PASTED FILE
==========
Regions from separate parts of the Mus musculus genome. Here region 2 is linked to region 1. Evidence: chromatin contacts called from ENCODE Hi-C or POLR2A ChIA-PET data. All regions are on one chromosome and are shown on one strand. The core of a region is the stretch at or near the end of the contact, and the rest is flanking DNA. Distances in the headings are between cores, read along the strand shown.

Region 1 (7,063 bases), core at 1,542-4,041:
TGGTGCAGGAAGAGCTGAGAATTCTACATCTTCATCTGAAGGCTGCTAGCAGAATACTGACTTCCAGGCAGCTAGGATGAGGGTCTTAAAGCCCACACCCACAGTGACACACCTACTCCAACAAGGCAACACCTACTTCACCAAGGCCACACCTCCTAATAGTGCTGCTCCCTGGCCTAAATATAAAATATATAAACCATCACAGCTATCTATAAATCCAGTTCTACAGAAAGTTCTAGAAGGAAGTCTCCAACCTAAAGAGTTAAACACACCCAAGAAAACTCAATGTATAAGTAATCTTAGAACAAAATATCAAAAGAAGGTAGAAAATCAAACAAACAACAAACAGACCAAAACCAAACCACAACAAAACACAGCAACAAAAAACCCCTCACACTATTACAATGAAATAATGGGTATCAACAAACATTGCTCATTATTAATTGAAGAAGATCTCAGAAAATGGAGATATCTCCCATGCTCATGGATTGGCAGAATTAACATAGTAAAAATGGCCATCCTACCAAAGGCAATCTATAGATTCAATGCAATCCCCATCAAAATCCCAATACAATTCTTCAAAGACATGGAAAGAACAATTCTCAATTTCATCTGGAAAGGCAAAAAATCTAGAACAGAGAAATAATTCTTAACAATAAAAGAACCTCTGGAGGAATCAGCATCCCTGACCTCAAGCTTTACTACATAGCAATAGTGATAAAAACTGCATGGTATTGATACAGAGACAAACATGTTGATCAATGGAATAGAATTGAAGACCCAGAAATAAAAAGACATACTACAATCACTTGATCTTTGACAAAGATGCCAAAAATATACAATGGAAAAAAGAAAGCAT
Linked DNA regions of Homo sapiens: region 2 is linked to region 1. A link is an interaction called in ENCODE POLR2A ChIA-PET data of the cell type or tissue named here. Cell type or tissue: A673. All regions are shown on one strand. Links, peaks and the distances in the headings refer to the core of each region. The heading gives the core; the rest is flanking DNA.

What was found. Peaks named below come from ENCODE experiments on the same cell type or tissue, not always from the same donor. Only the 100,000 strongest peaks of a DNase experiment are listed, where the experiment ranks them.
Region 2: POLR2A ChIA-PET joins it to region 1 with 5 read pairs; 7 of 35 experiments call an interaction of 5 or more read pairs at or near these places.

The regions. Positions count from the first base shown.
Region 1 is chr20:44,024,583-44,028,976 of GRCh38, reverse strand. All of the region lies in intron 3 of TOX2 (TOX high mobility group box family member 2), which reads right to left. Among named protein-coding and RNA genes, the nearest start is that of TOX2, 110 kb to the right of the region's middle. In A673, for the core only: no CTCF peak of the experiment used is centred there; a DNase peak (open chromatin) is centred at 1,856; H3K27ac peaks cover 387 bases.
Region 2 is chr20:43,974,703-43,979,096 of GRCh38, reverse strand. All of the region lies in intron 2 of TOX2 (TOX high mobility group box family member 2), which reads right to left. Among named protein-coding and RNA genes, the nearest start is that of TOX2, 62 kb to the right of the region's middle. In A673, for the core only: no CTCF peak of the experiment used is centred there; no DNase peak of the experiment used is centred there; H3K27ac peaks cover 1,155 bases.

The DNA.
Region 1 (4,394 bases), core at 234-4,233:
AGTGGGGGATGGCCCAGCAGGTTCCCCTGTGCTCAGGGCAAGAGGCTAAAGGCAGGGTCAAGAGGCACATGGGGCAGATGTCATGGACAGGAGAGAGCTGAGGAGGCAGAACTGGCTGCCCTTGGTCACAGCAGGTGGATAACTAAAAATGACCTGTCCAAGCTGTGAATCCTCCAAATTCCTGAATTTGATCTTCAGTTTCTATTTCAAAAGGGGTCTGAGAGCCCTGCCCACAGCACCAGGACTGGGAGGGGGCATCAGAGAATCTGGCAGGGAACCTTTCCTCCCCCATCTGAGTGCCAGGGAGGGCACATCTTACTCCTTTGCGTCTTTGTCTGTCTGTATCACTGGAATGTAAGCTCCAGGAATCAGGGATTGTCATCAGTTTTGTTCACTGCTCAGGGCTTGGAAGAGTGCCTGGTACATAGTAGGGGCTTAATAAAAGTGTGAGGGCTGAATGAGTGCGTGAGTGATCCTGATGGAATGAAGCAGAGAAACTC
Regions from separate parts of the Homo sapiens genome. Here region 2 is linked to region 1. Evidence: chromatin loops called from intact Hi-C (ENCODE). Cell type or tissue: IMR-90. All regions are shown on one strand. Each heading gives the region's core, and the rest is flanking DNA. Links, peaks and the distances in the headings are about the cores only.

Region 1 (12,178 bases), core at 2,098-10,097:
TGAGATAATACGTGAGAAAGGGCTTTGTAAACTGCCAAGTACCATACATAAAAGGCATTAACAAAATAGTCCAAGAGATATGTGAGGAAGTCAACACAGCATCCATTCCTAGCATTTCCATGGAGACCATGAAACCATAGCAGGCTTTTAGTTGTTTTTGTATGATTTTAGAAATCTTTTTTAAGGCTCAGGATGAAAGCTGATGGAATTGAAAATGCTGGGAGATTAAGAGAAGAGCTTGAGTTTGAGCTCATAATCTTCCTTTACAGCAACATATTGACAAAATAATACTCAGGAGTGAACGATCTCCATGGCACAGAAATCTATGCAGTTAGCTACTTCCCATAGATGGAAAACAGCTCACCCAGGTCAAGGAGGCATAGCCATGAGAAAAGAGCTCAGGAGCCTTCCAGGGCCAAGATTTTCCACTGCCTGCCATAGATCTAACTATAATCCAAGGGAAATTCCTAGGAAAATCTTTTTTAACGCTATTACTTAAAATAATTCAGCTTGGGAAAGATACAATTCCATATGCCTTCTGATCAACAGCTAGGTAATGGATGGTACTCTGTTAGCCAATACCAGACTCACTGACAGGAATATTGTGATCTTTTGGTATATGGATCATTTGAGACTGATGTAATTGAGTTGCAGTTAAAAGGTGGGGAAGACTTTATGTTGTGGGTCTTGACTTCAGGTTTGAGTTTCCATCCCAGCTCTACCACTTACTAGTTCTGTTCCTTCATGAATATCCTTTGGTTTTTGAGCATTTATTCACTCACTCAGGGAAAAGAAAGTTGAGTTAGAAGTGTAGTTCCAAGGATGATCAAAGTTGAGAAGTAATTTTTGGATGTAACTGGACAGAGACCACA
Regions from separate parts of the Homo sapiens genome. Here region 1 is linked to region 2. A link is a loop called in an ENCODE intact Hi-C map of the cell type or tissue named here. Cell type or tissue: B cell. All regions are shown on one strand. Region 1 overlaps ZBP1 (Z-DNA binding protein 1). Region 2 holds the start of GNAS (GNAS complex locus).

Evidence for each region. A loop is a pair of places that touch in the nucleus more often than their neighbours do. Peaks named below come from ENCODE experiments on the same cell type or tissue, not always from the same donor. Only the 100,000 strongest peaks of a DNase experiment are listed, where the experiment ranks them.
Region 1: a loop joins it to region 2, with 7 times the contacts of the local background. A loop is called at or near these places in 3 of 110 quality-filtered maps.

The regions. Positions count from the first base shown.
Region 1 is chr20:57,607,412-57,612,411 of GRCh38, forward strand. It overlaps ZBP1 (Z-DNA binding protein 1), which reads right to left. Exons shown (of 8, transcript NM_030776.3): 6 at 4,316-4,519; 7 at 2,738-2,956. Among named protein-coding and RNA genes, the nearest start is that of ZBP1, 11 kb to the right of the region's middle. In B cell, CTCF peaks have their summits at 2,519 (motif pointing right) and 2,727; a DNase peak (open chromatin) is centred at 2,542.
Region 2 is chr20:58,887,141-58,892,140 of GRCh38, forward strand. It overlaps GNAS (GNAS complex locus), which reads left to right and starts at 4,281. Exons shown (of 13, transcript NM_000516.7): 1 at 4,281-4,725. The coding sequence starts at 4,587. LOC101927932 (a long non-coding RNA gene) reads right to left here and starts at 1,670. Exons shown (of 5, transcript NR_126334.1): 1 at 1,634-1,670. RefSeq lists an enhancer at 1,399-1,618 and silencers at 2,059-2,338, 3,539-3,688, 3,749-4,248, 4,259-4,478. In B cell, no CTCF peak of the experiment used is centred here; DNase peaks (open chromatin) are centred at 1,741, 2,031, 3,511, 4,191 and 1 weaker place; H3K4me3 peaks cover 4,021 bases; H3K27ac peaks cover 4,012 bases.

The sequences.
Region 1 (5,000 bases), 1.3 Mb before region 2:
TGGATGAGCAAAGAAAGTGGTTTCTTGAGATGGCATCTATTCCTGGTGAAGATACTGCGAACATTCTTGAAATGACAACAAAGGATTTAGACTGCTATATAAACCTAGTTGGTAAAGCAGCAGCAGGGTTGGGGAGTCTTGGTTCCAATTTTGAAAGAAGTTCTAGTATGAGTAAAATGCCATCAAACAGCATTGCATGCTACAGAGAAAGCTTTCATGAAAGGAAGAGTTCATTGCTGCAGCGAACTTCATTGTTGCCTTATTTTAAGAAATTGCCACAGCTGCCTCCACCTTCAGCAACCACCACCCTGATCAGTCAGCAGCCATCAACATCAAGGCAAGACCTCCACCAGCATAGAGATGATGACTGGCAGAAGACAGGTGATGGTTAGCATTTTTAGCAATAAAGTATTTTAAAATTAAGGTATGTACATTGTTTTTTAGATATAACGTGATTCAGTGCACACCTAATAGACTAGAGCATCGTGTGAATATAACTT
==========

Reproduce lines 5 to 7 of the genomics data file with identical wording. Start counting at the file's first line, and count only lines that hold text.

What was found. Peaks named below come from ENCODE experiments on the same cell type or tissue, not always from the same donor. Only the 100,000 strongest peaks of a DNase experiment are listed, where the experiment ranks them.
Region 2: POLR2A ChIA-PET joins it to region 1 with 5 read pairs; 7 of 35 experiments call an interaction of 5 or more read pairs at or near these places.

The regions. Positions count from the first base shown.